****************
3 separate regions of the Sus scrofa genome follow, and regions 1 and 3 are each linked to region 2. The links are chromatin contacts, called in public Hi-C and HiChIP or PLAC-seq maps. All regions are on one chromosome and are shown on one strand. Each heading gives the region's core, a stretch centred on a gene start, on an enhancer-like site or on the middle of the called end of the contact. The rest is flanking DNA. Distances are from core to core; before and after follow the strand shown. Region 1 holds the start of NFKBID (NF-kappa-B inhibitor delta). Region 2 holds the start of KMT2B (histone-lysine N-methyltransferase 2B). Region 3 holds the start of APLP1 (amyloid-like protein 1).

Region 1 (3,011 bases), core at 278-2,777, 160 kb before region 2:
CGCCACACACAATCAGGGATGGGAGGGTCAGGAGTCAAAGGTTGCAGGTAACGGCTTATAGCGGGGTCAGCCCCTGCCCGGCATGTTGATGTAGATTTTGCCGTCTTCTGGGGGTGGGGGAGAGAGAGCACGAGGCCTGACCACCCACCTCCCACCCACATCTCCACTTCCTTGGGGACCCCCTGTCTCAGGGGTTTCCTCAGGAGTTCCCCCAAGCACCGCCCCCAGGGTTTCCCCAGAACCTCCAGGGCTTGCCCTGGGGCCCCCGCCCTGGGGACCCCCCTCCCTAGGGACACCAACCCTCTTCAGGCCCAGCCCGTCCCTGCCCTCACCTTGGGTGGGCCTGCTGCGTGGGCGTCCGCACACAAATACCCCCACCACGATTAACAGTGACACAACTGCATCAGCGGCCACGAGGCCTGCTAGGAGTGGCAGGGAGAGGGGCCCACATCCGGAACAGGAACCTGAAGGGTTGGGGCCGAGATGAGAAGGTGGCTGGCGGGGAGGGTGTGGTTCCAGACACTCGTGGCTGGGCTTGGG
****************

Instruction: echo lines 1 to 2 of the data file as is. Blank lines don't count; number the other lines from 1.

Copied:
3 separate regions of the Sus scrofa genome follow, and regions 1 and 3 are each linked to region 2. The links are chromatin contacts, called in public Hi-C and HiChIP or PLAC-seq maps. All regions are on one chromosome and are shown on one strand. Each heading gives the region's core, a stretch centred on a gene start, on an enhancer-like site or on the middle of the called end of the contact. The rest is flanking DNA. Distances are from core to core; before and after follow the strand shown. Region 1 holds the start of NFKBID (NF-kappa-B inhibitor delta). Region 2 holds the start of KMT2B (histone-lysine N-methyltransferase 2B). Region 3 holds the start of APLP1 (amyloid-like protein 1).

Region 1 (3,011 bases), core at 278-2,777, 160 kb before region 2: